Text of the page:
Goal Attainment Scaling

Original Editor - Lauren Heydenrych

Top Contributors - Lauren Heydenrych  

Introduction[edit | edit source]

The Shirley Ryan Abilitylab defines Goal Attainment Scaling or GAS as "an individualized outcome measure involving goal selection and goal scaling that is standardized in order to calculate the extent to which a patient's goals are met."[1]

GAS is a goal-setting technique which has a mathematical basis.[2] GAS was first introduced in the 1960s by Kirusek and Sherman. This was originally for the mental health setting. Since then it has been adapted and modified to include a variety of areas and settings.[3]

GAS is important, as it allows the various stakeholders in the rehabilitation process - and primarily the patient - involvement in the measurement and scoring of goals. GAS gives individuals the ability to construct their own outcome measures; this is in contrast to measures that are based on a standard set of tasks. Scoring, however, is performed in a standardised way which in turn allows for statistical analysis.[3]

Advantages in using GAS[edit | edit source]

  1. Encourages communication and collaboration between multidisciplinary team members.[2]
  2. Promotes patient involvement. In research cited by Turner-Stokes (2009) goals for rehabilitation are more likely achieved with the involvement of the patient and their family. In addition, more information sharing is noted at the beginning of a rehabilitation process when formalised goal setting is introduced. This in turn allows for negotiation of realistic goals.[2]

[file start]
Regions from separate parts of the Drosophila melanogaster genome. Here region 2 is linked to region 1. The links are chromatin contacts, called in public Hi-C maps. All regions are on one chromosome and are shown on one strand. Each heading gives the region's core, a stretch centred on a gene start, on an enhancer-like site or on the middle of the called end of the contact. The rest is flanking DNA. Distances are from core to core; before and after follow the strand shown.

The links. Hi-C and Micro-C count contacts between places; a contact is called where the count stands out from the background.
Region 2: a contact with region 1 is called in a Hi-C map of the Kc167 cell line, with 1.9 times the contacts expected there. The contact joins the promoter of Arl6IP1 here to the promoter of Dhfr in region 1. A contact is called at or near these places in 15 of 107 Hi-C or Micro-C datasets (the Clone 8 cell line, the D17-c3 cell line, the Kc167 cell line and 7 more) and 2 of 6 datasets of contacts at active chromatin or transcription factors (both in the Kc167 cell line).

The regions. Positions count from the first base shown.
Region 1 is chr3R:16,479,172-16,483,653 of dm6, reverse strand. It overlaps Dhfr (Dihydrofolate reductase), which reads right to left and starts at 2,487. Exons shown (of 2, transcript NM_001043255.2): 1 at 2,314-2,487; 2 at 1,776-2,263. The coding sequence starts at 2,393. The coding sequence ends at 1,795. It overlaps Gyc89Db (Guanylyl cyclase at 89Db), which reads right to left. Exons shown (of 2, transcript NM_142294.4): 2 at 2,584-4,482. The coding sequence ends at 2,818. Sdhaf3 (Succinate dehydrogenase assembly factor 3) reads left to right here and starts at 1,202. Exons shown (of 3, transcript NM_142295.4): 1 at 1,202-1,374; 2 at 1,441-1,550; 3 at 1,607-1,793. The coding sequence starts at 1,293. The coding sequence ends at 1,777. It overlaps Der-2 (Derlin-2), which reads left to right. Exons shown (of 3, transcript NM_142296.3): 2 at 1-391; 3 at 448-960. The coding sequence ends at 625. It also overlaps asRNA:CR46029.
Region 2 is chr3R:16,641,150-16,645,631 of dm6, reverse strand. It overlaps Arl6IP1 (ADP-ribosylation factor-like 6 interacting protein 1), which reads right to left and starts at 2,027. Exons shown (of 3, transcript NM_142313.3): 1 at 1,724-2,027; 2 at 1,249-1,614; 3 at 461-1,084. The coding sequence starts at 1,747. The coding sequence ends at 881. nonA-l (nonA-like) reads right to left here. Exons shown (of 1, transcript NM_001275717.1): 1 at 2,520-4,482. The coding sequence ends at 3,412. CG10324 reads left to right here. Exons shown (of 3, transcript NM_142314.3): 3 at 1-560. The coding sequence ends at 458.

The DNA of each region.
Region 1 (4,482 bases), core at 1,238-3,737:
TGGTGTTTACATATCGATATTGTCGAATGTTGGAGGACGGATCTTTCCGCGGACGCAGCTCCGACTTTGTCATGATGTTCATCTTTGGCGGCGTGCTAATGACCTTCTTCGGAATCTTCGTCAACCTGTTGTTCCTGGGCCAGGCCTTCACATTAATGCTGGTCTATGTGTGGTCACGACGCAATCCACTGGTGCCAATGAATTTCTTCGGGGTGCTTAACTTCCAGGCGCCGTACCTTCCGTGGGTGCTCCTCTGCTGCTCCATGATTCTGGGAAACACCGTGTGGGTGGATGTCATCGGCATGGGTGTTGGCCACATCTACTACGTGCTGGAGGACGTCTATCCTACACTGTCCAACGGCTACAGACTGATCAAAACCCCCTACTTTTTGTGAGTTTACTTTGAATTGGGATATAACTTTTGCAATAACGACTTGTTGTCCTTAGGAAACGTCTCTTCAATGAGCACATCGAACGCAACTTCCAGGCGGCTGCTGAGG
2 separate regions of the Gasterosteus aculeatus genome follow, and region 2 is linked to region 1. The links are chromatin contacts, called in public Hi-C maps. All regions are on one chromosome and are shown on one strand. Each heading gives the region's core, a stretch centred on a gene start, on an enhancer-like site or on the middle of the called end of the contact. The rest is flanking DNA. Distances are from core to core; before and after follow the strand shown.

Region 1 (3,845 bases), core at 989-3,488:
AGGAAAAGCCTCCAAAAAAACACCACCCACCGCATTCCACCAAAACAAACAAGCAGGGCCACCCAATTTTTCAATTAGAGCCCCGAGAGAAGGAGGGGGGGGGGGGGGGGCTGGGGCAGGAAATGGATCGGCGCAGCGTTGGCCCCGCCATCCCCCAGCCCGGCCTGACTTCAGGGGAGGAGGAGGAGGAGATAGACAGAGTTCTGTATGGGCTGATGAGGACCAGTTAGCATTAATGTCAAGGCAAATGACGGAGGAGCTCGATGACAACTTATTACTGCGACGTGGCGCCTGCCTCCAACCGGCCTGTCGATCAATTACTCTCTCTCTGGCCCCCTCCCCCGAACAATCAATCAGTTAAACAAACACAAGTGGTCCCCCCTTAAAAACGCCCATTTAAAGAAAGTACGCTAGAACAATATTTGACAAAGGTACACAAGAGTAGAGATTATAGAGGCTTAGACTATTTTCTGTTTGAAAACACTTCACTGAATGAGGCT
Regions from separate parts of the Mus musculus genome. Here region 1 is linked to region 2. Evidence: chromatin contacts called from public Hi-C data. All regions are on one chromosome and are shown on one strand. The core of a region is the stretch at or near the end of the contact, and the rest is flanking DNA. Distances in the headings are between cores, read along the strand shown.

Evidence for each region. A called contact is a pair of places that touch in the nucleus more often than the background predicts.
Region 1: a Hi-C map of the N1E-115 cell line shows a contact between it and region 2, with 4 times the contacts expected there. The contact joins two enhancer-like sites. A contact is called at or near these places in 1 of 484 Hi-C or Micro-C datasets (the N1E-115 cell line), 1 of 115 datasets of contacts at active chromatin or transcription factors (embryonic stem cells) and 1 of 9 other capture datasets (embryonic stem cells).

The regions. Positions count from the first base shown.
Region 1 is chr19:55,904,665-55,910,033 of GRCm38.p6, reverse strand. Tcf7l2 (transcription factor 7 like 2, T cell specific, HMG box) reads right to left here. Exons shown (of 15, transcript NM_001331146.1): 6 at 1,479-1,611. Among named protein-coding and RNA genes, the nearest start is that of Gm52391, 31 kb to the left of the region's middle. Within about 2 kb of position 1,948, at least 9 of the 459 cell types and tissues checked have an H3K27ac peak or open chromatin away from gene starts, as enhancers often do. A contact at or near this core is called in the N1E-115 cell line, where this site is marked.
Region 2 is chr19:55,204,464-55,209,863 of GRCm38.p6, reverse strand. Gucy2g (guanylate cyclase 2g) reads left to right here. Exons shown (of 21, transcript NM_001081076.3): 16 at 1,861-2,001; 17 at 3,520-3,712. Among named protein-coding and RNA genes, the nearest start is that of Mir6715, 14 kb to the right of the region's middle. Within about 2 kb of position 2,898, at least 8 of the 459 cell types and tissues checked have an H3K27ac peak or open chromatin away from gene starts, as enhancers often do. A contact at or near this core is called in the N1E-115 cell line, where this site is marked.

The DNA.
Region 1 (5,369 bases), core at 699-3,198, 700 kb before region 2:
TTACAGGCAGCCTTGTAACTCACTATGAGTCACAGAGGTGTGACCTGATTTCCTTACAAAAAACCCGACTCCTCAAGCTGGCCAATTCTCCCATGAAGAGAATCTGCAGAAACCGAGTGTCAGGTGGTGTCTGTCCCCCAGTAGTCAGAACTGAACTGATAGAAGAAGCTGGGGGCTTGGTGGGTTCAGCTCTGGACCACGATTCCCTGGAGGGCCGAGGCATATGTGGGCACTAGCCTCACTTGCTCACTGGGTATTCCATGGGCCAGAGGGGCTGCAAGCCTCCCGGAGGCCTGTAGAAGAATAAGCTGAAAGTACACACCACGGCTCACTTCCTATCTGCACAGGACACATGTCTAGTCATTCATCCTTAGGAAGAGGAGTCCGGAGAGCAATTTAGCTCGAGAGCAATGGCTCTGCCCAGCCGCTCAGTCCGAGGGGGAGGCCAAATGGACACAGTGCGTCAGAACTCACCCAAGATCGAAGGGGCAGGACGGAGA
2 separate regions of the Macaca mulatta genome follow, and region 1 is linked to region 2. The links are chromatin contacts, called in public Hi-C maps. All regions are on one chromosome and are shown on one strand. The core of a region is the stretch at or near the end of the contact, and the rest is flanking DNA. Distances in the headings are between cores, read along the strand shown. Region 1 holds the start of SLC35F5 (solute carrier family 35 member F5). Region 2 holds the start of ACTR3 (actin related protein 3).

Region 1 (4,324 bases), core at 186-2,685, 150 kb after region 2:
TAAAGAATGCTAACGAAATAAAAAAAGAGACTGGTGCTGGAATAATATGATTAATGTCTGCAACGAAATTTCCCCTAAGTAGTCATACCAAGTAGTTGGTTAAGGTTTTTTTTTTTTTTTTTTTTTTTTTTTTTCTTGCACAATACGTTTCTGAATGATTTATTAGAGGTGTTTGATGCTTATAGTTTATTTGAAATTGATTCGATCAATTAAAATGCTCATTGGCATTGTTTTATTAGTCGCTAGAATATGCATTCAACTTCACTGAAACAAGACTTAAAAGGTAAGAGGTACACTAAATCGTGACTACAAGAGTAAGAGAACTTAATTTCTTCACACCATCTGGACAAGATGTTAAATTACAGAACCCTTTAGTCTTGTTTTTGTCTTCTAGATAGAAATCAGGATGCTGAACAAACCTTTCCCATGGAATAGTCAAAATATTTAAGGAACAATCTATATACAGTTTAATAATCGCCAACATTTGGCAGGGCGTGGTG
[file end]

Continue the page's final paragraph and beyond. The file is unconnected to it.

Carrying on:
Diagnosis/Conditions which can use GAS[edit | edit source]

  • Brain injury
  • Cerebral Palsy
  • Pain management
  • Parkinson's' Disease
  • Neurologic Rehabilitation
  • Sports and Musculoskeletal

Assessment type[edit | edit source]

Patient-reported outcomes

Description[edit | edit source]

GAS comprises of goals divided into a 5-point scale from -2 to +2.[3]

  • Achievement of goal = 0
  • Achieved somewhat more than expected outcome = +1
  • Achievement of much more than expected goal = +2
  • Achievement of somewhat less than expected goal = -1
  • Achievement of much less than expected goal = -2

As some goals may be more difficult to achieve than others and some may be more important than others, the option of weighing different goals is a possibility. A spreadsheet to help calculate goals scores, including their weighting can be found at various sites, including Assesschild.com (found in the resources list at the bottom of the page).[3]

There is no set limit to how many or how few goals can be set at any one time. However, it is recommended that 3 is a good number and a maximum of 6 is set.[2]

Procedure[edit | edit source]

1. Identify goals[3]

  • Interview patient and/or caregivers to identify a) problem areas and b) priority areas
  • Decide on a date of achievement
  • Note: Goals should follow the SMART principle.
    • Specific, Measurable, Attainable, Realistic and Time-related.

2.Weight goals[3]

  • Done by patient ranking goals by importance or using a weighting scale. Here the team may rank or weigh goals by the expected difficulty in achieving them.

Weight = importance × difficulty

GAS weighing .png

3. Define the expected outcome[3]

  • Assign descriptors of results in each case of -2 up to +2. Each level should be as objective and observable as possible.